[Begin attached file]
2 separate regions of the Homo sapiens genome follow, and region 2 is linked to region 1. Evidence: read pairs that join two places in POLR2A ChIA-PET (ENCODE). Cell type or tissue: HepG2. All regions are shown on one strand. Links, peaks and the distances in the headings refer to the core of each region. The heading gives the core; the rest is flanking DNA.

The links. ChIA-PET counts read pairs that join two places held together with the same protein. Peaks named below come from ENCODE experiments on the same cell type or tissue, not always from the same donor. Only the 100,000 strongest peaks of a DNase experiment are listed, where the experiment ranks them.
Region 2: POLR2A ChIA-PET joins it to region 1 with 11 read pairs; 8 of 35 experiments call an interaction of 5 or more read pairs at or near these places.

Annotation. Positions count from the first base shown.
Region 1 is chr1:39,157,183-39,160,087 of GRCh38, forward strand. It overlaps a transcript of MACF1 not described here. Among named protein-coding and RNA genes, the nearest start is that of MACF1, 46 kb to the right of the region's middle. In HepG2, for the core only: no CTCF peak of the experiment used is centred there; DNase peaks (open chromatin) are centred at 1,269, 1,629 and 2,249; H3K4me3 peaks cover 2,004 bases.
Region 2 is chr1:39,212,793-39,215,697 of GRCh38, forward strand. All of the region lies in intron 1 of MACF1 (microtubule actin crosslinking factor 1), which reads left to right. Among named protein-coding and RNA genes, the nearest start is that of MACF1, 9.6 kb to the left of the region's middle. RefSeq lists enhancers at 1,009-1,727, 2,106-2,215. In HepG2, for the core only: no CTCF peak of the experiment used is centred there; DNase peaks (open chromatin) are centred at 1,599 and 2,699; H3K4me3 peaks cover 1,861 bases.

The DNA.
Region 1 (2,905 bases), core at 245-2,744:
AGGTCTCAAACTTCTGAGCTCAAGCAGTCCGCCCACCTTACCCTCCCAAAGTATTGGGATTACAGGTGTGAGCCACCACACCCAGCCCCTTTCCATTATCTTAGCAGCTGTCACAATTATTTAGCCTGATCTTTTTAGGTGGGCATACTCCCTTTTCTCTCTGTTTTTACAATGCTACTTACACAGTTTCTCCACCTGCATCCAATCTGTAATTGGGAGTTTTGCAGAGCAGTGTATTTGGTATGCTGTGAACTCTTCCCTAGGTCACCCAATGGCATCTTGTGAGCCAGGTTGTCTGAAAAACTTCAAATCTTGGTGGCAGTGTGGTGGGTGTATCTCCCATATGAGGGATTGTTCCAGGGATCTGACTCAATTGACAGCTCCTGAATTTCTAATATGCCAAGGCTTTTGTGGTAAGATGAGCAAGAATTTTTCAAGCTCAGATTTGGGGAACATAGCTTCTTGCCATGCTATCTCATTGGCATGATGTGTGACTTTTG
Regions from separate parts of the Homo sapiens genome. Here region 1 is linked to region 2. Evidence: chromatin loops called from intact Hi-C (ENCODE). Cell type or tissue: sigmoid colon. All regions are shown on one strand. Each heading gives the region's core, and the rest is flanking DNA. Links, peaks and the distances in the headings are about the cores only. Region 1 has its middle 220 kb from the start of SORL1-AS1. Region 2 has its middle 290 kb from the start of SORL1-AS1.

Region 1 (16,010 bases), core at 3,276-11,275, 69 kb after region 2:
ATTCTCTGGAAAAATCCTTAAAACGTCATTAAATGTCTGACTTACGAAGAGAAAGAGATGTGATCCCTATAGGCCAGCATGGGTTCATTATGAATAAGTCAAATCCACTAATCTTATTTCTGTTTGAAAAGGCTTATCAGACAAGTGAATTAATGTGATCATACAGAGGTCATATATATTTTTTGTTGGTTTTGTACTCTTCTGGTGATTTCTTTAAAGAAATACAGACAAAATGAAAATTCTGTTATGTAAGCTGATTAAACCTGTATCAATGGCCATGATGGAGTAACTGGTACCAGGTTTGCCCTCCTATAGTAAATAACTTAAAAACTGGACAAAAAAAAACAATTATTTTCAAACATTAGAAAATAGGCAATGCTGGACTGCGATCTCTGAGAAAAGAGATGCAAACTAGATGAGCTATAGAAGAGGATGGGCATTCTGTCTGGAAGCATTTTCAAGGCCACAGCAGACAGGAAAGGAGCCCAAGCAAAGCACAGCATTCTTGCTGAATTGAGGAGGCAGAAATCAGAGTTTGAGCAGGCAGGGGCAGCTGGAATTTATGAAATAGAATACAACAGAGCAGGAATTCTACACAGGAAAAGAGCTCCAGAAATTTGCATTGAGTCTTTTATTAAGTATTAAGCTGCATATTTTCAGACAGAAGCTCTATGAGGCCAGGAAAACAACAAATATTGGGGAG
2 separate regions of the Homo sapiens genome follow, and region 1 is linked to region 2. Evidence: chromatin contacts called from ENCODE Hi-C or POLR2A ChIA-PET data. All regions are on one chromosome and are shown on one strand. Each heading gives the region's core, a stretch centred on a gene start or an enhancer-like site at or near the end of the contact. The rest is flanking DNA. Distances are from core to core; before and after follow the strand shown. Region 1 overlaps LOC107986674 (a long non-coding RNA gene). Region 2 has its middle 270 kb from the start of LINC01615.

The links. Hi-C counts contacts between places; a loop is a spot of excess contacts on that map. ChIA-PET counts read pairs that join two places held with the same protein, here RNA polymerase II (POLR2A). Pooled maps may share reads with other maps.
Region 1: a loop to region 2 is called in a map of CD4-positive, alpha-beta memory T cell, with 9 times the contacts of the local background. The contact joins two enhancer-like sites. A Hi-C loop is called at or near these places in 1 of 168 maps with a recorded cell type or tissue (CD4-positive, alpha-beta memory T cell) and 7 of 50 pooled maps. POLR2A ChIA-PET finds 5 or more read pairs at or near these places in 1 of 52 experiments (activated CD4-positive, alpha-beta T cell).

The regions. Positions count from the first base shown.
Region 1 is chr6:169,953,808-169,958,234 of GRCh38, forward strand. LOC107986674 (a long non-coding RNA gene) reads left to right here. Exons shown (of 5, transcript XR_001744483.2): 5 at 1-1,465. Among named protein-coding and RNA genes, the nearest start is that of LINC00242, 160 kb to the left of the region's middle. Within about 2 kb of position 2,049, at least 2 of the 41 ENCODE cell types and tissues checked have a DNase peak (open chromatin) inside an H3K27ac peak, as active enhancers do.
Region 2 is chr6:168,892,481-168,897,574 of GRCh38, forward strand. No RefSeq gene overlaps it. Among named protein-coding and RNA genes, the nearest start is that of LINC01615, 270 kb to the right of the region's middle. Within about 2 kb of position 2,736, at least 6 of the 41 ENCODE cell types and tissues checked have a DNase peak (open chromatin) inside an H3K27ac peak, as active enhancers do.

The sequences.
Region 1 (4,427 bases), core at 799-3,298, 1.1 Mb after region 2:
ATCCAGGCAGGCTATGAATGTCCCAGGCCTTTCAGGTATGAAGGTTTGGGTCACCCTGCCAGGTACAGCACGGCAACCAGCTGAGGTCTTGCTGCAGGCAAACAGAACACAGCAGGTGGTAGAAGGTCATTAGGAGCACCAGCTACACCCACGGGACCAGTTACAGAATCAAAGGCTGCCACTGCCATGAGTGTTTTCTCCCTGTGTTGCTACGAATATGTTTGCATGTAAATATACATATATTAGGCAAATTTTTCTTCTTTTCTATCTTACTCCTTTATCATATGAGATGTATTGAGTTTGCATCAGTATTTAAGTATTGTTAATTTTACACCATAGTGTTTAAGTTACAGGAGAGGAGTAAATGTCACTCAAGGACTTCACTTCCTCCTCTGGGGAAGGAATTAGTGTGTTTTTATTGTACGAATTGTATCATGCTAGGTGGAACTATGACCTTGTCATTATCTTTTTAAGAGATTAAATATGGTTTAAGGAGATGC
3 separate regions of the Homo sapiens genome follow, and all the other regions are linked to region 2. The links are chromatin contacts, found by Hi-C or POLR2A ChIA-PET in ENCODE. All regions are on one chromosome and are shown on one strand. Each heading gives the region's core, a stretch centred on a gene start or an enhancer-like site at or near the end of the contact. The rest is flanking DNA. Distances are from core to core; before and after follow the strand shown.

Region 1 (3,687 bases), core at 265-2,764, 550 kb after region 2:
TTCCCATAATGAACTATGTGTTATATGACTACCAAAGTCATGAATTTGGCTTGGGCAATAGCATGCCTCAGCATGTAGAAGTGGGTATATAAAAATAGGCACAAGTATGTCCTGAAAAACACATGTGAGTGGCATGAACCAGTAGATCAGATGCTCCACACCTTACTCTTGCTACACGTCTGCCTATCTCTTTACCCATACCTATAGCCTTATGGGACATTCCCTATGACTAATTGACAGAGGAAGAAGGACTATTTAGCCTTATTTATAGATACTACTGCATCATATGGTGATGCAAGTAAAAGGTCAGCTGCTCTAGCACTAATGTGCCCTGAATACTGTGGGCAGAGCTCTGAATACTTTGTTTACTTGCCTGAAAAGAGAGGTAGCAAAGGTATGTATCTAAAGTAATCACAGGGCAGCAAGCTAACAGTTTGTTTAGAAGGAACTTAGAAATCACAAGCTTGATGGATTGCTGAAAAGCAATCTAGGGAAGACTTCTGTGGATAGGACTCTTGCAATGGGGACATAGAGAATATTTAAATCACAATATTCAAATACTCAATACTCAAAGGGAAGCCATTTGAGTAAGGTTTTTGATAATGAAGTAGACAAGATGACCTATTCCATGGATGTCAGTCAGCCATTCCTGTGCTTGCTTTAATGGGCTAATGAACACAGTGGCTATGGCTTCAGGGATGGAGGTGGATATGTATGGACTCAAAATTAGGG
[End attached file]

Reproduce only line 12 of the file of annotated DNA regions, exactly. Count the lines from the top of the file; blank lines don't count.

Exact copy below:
ATTCTCTGGAAAAATCCTTAAAACGTCATTAAATGTCTGACTTACGAAGAGAAAGAGATGTGATCCCTATAGGCCAGCATGGGTTCATTATGAATAAGTCAAATCCACTAATCTTATTTCTGTTTGAAAAGGCTTATCAGACAAGTGAATTAATGTGATCATACAGAGGTCATATATATTTTTTGTTGGTTTTGTACTCTTCTGGTGATTTCTTTAAAGAAATACAGACAAAATGAAAATTCTGTTATGTAAGCTGATTAAACCTGTATCAATGGCCATGATGGAGTAACTGGTACCAGGTTTGCCCTCCTATAGTAAATAACTTAAAAACTGGACAAAAAAAAACAATTATTTTCAAACATTAGAAAATAGGCAATGCTGGACTGCGATCTCTGAGAAAAGAGATGCAAACTAGATGAGCTATAGAAGAGGATGGGCATTCTGTCTGGAAGCATTTTCAAGGCCACAGCAGACAGGAAAGGAGCCCAAGCAAAGCACAGCATTCTTGCTGAATTGAGGAGGCAGAAATCAGAGTTTGAGCAGGCAGGGGCAGCTGGAATTTATGAAATAGAATACAACAGAGCAGGAATTCTACACAGGAAAAGAGCTCCAGAAATTTGCATTGAGTCTTTTATTAAGTATTAAGCTGCATATTTTCAGACAGAAGCTCTATGAGGCCAGGAAAACAACAAATATTGGGGAG